New results from 10 years of follow-up in an observational Canadian study show that calcium intake of up to 1000 mg/day from food or dietary supplements is more likely to be beneficial than harmful. The findings, however, were significant only for women, not for men, report Lisa Langsetmo, MD, from McGill University, Montreal, Quebec, Canada, and colleagues in their paper, published online May 23 in the Journal of Clinical Endocrinology and Metabolism.
"We found in those women who were taking calcium supplements up to 1000 mg per day, as opposed to no supplements, there appeared to be a reduction in mortality. And there was a similar trend in individuals who were getting calcium from dietary sources rather than from supplements," senior author David Goltzman, MD, from McGill University told Medscape Medical News.
The findings are reassuring, said Dr. Goltzman, because some prior research "has suggested that cardiovascular events — heart attacks and strokes — could be increased by calcium supplements." And the new results are consistent with other findings from the Women's Health Initiative, which also found a slight reduction in all-cause mortality with calcium, as did the Iowa Women's Health Study, he noted.
However, the current research did not produce any conclusive evidence about vitamin D, Dr. Goltzman said. "We couldn't say there was any adverse or beneficial effect of vitamin D on all-cause mortality."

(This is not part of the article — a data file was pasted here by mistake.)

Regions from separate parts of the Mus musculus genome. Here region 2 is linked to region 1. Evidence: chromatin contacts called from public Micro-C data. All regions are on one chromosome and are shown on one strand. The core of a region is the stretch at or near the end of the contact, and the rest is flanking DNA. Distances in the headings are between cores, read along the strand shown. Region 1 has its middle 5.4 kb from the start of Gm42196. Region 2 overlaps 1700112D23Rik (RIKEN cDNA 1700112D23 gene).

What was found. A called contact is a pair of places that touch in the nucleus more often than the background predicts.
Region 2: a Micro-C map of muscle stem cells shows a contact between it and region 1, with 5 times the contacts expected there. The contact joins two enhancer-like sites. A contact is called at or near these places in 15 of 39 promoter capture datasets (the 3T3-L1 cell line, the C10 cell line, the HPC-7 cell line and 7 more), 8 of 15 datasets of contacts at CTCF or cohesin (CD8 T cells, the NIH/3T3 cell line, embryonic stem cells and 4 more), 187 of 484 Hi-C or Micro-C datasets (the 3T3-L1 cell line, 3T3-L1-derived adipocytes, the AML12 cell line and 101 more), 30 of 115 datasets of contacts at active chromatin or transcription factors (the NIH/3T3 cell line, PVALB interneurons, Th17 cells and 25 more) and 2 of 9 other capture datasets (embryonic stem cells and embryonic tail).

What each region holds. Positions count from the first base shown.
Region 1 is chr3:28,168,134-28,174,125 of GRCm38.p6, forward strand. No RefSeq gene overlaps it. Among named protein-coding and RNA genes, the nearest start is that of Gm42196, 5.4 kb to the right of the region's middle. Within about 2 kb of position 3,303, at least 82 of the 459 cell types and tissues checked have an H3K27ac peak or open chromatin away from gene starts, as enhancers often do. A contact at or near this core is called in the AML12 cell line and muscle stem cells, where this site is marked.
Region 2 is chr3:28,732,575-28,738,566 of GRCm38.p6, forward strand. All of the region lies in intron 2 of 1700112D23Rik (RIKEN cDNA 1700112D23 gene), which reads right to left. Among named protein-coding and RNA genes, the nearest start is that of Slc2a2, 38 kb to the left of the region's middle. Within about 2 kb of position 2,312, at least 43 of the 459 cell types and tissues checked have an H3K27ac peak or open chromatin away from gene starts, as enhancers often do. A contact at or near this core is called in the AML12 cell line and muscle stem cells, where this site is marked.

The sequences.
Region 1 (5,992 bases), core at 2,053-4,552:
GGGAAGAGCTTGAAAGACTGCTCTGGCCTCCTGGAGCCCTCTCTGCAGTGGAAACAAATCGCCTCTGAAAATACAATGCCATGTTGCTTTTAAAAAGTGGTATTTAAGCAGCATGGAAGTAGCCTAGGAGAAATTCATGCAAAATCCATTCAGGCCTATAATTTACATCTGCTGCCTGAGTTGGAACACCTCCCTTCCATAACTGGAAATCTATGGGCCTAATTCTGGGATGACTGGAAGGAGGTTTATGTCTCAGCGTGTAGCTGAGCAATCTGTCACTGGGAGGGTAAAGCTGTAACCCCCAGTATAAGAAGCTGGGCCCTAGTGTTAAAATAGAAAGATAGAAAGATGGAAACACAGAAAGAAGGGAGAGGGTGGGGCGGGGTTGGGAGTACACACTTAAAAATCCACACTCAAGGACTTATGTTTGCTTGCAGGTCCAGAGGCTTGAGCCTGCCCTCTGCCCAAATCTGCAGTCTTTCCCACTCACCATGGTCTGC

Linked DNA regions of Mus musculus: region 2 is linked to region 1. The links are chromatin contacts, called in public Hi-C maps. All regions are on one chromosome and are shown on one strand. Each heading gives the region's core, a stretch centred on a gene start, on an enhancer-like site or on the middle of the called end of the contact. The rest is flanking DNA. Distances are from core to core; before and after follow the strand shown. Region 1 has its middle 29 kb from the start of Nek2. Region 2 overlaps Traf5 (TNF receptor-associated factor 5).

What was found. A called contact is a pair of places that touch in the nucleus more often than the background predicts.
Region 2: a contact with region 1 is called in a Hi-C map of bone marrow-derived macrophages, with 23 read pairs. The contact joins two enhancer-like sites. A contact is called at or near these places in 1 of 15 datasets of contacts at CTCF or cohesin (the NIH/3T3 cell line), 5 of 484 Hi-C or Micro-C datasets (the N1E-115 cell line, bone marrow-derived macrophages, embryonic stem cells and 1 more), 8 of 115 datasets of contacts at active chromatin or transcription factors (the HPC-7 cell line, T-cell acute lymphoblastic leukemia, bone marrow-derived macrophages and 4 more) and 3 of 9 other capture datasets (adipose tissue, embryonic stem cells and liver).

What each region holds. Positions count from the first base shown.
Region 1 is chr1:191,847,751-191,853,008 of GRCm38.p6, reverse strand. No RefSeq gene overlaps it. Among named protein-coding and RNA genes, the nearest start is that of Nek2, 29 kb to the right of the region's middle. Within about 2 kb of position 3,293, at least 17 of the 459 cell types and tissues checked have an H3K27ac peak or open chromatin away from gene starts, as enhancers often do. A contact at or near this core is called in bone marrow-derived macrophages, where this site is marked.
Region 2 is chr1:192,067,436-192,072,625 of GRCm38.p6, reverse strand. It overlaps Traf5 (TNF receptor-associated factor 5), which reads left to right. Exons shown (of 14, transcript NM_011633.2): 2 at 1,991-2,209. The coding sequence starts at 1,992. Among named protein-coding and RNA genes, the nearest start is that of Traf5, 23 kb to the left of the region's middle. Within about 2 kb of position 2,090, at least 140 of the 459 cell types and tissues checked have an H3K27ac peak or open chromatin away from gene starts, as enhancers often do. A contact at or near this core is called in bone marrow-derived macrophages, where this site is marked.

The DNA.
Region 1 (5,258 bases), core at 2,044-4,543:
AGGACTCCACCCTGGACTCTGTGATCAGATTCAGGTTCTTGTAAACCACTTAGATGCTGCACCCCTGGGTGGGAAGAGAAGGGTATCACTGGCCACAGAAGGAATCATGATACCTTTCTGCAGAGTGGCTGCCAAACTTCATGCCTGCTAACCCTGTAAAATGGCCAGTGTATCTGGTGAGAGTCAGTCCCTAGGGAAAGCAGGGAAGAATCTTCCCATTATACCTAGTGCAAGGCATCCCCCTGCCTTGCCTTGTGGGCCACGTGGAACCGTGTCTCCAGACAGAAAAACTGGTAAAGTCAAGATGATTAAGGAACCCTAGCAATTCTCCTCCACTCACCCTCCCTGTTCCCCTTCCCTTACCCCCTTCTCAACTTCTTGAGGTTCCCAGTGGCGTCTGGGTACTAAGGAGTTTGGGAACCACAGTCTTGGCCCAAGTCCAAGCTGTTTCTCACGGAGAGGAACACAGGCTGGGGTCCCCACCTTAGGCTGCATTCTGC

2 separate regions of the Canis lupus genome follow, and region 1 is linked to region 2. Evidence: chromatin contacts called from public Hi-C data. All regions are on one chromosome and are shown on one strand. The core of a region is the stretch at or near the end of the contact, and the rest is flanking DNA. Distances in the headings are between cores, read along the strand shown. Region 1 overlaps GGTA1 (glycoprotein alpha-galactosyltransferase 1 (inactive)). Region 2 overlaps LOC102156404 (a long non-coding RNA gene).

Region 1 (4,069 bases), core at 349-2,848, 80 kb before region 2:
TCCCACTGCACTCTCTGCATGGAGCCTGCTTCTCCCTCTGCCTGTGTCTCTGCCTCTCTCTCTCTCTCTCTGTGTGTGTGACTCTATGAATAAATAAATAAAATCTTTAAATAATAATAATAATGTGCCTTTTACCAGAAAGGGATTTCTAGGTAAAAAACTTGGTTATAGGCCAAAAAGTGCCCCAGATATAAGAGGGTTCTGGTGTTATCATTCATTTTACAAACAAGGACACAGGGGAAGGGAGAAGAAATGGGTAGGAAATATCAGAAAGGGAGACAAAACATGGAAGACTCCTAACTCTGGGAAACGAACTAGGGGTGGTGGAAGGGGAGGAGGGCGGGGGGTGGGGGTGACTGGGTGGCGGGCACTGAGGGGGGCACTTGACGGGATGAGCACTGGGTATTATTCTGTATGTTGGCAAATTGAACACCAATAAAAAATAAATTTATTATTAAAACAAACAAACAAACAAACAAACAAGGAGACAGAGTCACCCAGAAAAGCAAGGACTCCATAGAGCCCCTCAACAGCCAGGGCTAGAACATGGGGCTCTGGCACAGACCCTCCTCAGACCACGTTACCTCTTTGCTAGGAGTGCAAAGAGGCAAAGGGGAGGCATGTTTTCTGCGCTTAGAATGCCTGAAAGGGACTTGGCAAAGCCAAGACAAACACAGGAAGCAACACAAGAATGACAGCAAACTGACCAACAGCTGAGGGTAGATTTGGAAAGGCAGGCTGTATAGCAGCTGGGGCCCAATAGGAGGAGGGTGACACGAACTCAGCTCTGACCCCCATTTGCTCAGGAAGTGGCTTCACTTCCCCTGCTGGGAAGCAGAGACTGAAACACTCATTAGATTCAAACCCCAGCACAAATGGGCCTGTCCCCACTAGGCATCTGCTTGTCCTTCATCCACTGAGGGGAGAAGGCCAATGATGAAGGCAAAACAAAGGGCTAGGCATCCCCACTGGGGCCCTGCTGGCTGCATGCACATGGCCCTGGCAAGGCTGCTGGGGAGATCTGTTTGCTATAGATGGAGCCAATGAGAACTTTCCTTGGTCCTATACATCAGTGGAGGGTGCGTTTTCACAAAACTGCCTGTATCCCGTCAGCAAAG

Protective Effects of Calcium Seen in Women Only
The researchers studied 9033 community-dwelling men and women participating in the Canadian Multicenter Osteoporosis Study (CaMos) to determine the association between total calcium and vitamin D intake and all-cause mortality among those recruited from 1995 to 1997.
Information on dietary calcium and vitamin D intake was obtained from the abbreviated semi-quantitative food-frequency questionnaire (FFQ) included in the main questionnaire. Foods considered to be excellent sources of calcium included milk to drink, milk products, canned salmon, broccoli, dark leafy greens, dried peas or beans, whole wheat bread, white bread, and tofu. Vitamin D intake was based on milk and yogurt fortified with vitamin D.
Calcium and vitamin D intake from nonfood sources was determined from the inventory of supplements and medications brought to the interview. A questionnaire concerning medication and fracture was mailed annually in all years except those with a scheduled follow-up visit.
There were 1160 deaths during 10-years of follow-up. For women only, there was a possible benefit of higher total calcium intake, with a hazard ratio of 0.95 per 500-mg increase in daily calcium intake and "no evidence of heterogeneity by source," say the researchers.
Use of calcium supplements was also associated with reduced mortality, with a hazard ratio of 0.78 for female users vs nonusers; reductions were significant among those taking doses as high as 1000 mg/day. These associations were not modified by levels of concurrent vitamin D intake, and no definitive associations were found among men.
|Calcium Intake||Hazard Ratio in Men*||Hazard Ratio in Women*|